Drury Gunn Carr's new documentary follows the Shoshone Tribe's legal battle to change Wyoming water law and win its water rights.
Along New Mexico's Middle Rio Grande, pueblo tribes are working to bring back the disappearing bosque - the cottonwood gallery forest that once lined the river, offering habitat, shade and leafy bounty to a dry landscape.
In the Northwest, the Federal Energy Regulatory Commission is fighting with the National Marine Fisheries Service over relicensing three dams in Hells Canyon on the Snake River that the fisheries service says are killing salmon.
Rafter and river advocate Steve Harris tries to work with local farmers to preserve the Rio Grande in New Mexico.
The Army Corps of Engineers backs away from a revised environmental impact statement that would have changed the way it operates six Missouri River dams.
On river trips, Richard Ingebretsen of the Glen Canyon Institute talks about Lake Powell and introduces people to the idea of removing Glen Canyon Dam and resurrecting the Colorado River's drowned canyons.
In his own words, Orville Campbell, who spent 30 years working for the companies that own the Elwha dams, talks about the movement to take down those dams.
For 30 years, activists have been working to remove two dams and restore salmon runs on Washington's Elwha River, and now the goal is in sight - if the money comes through from Congress.
The Forest Service's right to demand "bypass flows" - leaving enough water in streams tapped for human uses to keep fish and wildlife healthy - may not survive the Bush administration.
A revised and scaled-down version of Colorado's controversial Animas-La Plata water project appears poised to become reality at last.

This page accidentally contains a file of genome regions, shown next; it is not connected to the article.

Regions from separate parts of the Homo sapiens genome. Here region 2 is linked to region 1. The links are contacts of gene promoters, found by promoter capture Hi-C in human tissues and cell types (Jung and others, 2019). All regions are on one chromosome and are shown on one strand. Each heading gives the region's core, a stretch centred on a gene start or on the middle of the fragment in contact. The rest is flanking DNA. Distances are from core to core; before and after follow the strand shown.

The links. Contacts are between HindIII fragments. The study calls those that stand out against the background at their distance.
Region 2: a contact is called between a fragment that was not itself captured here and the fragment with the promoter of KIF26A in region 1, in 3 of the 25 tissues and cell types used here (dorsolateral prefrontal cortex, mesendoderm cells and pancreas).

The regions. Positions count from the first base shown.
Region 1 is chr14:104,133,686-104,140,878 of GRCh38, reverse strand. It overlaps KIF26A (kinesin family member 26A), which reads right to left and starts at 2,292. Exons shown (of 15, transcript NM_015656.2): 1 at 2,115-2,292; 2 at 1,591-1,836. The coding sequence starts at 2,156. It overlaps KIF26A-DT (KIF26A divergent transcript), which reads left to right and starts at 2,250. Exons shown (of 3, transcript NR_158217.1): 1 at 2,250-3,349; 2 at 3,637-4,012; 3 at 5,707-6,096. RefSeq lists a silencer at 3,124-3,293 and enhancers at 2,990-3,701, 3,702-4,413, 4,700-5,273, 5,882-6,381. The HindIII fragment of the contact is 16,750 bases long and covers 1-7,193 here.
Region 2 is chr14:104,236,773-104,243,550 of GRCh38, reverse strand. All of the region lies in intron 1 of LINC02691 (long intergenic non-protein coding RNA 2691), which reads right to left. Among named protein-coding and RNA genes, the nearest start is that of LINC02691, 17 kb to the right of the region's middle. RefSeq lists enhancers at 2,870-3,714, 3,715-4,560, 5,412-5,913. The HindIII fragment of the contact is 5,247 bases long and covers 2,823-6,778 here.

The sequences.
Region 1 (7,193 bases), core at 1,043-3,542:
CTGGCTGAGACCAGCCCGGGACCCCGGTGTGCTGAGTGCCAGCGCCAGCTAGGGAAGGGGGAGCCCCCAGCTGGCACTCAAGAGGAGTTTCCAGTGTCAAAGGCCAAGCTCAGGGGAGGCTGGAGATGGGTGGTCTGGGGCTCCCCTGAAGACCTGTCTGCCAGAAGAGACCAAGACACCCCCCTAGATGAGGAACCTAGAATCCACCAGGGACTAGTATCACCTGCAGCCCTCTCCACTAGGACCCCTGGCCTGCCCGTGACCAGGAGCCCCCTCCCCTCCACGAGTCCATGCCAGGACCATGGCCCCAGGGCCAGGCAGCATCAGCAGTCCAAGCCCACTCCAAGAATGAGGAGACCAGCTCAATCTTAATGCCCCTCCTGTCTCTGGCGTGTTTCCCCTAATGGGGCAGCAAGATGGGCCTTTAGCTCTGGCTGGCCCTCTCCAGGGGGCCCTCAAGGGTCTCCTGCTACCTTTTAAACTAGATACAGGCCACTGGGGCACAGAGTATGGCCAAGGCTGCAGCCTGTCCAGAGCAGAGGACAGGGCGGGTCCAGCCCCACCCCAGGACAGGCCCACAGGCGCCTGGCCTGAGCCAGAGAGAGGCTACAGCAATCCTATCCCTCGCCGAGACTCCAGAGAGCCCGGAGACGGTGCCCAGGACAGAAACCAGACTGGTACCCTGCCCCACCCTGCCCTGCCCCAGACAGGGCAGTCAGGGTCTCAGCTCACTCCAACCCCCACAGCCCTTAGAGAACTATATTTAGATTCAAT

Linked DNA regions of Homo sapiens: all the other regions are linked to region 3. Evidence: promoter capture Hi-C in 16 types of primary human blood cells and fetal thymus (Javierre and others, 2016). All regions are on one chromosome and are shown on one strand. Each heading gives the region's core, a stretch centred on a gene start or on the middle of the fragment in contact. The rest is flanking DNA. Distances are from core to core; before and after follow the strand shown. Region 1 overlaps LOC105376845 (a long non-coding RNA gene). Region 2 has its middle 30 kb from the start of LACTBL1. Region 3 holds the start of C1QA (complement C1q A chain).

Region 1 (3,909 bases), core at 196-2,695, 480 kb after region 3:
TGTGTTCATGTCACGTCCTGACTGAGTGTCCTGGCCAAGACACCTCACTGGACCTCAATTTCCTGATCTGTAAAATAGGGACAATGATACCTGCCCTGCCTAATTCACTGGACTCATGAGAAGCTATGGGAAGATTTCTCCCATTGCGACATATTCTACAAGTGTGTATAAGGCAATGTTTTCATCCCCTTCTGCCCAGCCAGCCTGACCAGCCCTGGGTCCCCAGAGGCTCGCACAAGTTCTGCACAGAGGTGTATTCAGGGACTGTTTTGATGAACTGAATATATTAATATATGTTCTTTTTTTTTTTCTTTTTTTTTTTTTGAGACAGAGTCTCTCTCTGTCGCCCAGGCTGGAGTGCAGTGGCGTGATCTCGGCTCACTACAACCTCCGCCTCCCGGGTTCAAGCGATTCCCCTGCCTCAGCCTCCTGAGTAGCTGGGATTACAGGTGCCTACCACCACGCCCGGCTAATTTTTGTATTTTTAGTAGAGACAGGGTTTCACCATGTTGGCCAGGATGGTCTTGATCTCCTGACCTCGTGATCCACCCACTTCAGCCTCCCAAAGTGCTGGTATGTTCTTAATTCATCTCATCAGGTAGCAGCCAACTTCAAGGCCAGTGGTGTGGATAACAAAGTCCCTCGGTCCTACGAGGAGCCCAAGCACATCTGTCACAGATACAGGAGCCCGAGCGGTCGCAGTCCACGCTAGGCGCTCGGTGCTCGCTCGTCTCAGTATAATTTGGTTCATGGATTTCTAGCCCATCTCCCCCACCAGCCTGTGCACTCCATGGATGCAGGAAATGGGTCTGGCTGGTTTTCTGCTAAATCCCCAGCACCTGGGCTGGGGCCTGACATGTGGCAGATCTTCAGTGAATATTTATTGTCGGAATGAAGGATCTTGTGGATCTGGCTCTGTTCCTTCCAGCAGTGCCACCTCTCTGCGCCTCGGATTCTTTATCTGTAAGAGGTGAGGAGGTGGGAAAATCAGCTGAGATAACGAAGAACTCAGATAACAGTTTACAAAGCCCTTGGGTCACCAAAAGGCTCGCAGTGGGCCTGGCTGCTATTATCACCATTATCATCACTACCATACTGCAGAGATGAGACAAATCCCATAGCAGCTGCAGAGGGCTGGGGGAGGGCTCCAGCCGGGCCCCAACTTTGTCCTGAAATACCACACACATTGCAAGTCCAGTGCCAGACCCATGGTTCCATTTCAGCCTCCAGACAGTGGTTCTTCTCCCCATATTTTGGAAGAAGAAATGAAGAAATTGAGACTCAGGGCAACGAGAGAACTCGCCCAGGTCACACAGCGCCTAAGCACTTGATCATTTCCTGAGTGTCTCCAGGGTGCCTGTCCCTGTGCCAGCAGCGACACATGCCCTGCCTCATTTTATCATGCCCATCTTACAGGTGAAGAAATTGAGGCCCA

Maps reveal that the Bureau of Reclamation and Fish and Wildlife Service have very different views on water use that have long made it difficult for the agencies to work together.
Many Klamath Basin farmers are drilling wells to supplement their water supply, but more wells may only exacerbate the water shortage by depleting the aquifer.
In the Klamath River Basin on the Oregon-California border, farmers, Indians, wildlife refuges and now three endangered fish are fighting over scant water in a dry year, and some say the Endangered Species Act only makes the situation worse.
The EPA has taken Idaho rancher John Simpson to court for clearing debris and beaver dams out of a channel of the Salmon River, although endangered salmon have since spawned in the channel, complicating the issue.
More than 7,000 gallons of diesel fuel accidentally dumped in a water-quality monitoring well at Copper Mountain ski resort, Colo., have yet to be found.
The Coeur d'Alene Tribe and the State of Idaho are fighting in the Supreme Court over Lake Coeur d'Alene, with the tribe claiming partial ownership of the lake under a 19th century treaty.
Under the Clean Water Act, aquatic pesticides can no longer be used in public waterways without a federal permit.
- Steve Snyder on Making a monument from scratch
- Deb Dedon on Rains bring incomplete drought relief to parts of Southwest
- Deb Dedon on American Indian students in Utah face harsh discipline
- Bette Korber on The Los Angeles wetland wars
- Garrett Allen on The view from 31,000 feet: A philosopher looks at fracking